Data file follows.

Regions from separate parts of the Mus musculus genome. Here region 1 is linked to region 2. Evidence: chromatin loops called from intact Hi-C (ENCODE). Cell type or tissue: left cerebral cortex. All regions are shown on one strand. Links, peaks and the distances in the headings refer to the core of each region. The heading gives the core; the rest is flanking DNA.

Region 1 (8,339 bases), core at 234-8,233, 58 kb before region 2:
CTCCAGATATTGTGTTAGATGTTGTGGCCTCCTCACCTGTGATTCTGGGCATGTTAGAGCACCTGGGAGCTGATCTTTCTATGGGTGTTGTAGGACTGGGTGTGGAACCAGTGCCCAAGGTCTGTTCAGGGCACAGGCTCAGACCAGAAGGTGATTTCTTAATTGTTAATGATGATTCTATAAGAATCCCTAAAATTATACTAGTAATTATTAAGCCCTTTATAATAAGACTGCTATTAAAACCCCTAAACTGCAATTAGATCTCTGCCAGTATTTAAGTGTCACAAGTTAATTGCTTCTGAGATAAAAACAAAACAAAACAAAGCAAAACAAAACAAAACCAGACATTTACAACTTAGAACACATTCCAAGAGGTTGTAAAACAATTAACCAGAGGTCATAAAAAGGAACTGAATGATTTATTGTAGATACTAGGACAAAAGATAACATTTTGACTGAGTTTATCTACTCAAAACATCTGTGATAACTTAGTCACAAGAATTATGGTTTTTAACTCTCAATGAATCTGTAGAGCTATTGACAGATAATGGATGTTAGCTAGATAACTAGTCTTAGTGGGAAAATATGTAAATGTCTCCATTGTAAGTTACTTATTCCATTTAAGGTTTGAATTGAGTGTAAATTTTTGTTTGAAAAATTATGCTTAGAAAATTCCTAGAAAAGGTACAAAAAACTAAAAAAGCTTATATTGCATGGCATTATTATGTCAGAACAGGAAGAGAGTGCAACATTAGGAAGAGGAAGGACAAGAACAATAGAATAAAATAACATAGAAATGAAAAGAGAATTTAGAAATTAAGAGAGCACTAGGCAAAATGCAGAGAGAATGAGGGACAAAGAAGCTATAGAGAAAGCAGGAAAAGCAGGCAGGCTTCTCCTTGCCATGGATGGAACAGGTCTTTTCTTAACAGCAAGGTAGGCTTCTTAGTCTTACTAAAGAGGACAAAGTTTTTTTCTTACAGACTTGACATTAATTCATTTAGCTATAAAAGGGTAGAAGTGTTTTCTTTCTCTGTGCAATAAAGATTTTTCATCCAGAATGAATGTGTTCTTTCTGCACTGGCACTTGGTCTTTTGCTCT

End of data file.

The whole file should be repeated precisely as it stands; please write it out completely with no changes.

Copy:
Regions from separate parts of the Mus musculus genome. Here region 1 is linked to region 2. Evidence: chromatin loops called from intact Hi-C (ENCODE). Cell type or tissue: left cerebral cortex. All regions are shown on one strand. Links, peaks and the distances in the headings refer to the core of each region. The heading gives the core; the rest is flanking DNA.

Region 1 (8,339 bases), core at 234-8,233, 58 kb before region 2:
CTCCAGATATTGTGTTAGATGTTGTGGCCTCCTCACCTGTGATTCTGGGCATGTTAGAGCACCTGGGAGCTGATCTTTCTATGGGTGTTGTAGGACTGGGTGTGGAACCAGTGCCCAAGGTCTGTTCAGGGCACAGGCTCAGACCAGAAGGTGATTTCTTAATTGTTAATGATGATTCTATAAGAATCCCTAAAATTATACTAGTAATTATTAAGCCCTTTATAATAAGACTGCTATTAAAACCCCTAAACTGCAATTAGATCTCTGCCAGTATTTAAGTGTCACAAGTTAATTGCTTCTGAGATAAAAACAAAACAAAACAAAGCAAAACAAAACAAAACCAGACATTTACAACTTAGAACACATTCCAAGAGGTTGTAAAACAATTAACCAGAGGTCATAAAAAGGAACTGAATGATTTATTGTAGATACTAGGACAAAAGATAACATTTTGACTGAGTTTATCTACTCAAAACATCTGTGATAACTTAGTCACAAGAATTATGGTTTTTAACTCTCAATGAATCTGTAGAGCTATTGACAGATAATGGATGTTAGCTAGATAACTAGTCTTAGTGGGAAAATATGTAAATGTCTCCATTGTAAGTTACTTATTCCATTTAAGGTTTGAATTGAGTGTAAATTTTTGTTTGAAAAATTATGCTTAGAAAATTCCTAGAAAAGGTACAAAAAACTAAAAAAGCTTATATTGCATGGCATTATTATGTCAGAACAGGAAGAGAGTGCAACATTAGGAAGAGGAAGGACAAGAACAATAGAATAAAATAACATAGAAATGAAAAGAGAATTTAGAAATTAAGAGAGCACTAGGCAAAATGCAGAGAGAATGAGGGACAAAGAAGCTATAGAGAAAGCAGGAAAAGCAGGCAGGCTTCTCCTTGCCATGGATGGAACAGGTCTTTTCTTAACAGCAAGGTAGGCTTCTTAGTCTTACTAAAGAGGACAAAGTTTTTTTCTTACAGACTTGACATTAATTCATTTAGCTATAAAAGGGTAGAAGTGTTTTCTTTCTCTGTGCAATAAAGATTTTTCATCCAGAATGAATGTGTTCTTTCTGCACTGGCACTTGGTCTTTTGCTCT